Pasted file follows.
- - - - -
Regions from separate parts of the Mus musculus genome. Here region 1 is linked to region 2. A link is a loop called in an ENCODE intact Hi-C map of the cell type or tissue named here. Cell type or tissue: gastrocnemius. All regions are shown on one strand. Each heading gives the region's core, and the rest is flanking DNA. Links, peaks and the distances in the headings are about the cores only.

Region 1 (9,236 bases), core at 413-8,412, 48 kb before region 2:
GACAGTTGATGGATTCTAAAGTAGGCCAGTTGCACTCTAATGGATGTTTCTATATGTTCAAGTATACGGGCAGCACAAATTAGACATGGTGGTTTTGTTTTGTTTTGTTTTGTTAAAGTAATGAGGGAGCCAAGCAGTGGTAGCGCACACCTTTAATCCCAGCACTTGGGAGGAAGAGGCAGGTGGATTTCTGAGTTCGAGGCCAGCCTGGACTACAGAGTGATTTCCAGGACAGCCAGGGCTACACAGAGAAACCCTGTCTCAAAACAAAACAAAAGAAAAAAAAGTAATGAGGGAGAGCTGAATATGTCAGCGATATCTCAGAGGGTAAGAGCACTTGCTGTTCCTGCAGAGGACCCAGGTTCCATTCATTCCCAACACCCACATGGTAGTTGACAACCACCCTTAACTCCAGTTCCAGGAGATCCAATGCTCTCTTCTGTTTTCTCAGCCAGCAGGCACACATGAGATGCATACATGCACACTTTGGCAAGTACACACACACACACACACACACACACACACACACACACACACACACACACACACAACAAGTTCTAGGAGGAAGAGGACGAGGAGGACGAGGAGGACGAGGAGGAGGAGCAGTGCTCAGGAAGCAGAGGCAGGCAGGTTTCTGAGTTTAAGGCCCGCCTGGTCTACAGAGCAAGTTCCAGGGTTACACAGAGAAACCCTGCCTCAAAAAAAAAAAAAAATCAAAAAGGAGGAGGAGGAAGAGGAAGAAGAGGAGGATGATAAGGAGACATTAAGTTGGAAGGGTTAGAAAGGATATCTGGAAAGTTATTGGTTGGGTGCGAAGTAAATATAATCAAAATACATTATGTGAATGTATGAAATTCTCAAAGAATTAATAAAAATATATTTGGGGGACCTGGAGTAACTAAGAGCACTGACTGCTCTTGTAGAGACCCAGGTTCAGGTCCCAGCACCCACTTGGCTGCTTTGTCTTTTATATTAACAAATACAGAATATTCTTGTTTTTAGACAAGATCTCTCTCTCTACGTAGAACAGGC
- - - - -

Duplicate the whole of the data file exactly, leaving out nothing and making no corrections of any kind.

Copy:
Regions from separate parts of the Mus musculus genome. Here region 1 is linked to region 2. A link is a loop called in an ENCODE intact Hi-C map of the cell type or tissue named here. Cell type or tissue: gastrocnemius. All regions are shown on one strand. Each heading gives the region's core, and the rest is flanking DNA. Links, peaks and the distances in the headings are about the cores only.

Region 1 (9,236 bases), core at 413-8,412, 48 kb before region 2:
GACAGTTGATGGATTCTAAAGTAGGCCAGTTGCACTCTAATGGATGTTTCTATATGTTCAAGTATACGGGCAGCACAAATTAGACATGGTGGTTTTGTTTTGTTTTGTTTTGTTAAAGTAATGAGGGAGCCAAGCAGTGGTAGCGCACACCTTTAATCCCAGCACTTGGGAGGAAGAGGCAGGTGGATTTCTGAGTTCGAGGCCAGCCTGGACTACAGAGTGATTTCCAGGACAGCCAGGGCTACACAGAGAAACCCTGTCTCAAAACAAAACAAAAGAAAAAAAAGTAATGAGGGAGAGCTGAATATGTCAGCGATATCTCAGAGGGTAAGAGCACTTGCTGTTCCTGCAGAGGACCCAGGTTCCATTCATTCCCAACACCCACATGGTAGTTGACAACCACCCTTAACTCCAGTTCCAGGAGATCCAATGCTCTCTTCTGTTTTCTCAGCCAGCAGGCACACATGAGATGCATACATGCACACTTTGGCAAGTACACACACACACACACACACACACACACACACACACACACACACACACACACACAACAAGTTCTAGGAGGAAGAGGACGAGGAGGACGAGGAGGACGAGGAGGAGGAGCAGTGCTCAGGAAGCAGAGGCAGGCAGGTTTCTGAGTTTAAGGCCCGCCTGGTCTACAGAGCAAGTTCCAGGGTTACACAGAGAAACCCTGCCTCAAAAAAAAAAAAAAATCAAAAAGGAGGAGGAGGAAGAGGAAGAAGAGGAGGATGATAAGGAGACATTAAGTTGGAAGGGTTAGAAAGGATATCTGGAAAGTTATTGGTTGGGTGCGAAGTAAATATAATCAAAATACATTATGTGAATGTATGAAATTCTCAAAGAATTAATAAAAATATATTTGGGGGACCTGGAGTAACTAAGAGCACTGACTGCTCTTGTAGAGACCCAGGTTCAGGTCCCAGCACCCACTTGGCTGCTTTGTCTTTTATATTAACAAATACAGAATATTCTTGTTTTTAGACAAGATCTCTCTCTCTACGTAGAACAGGC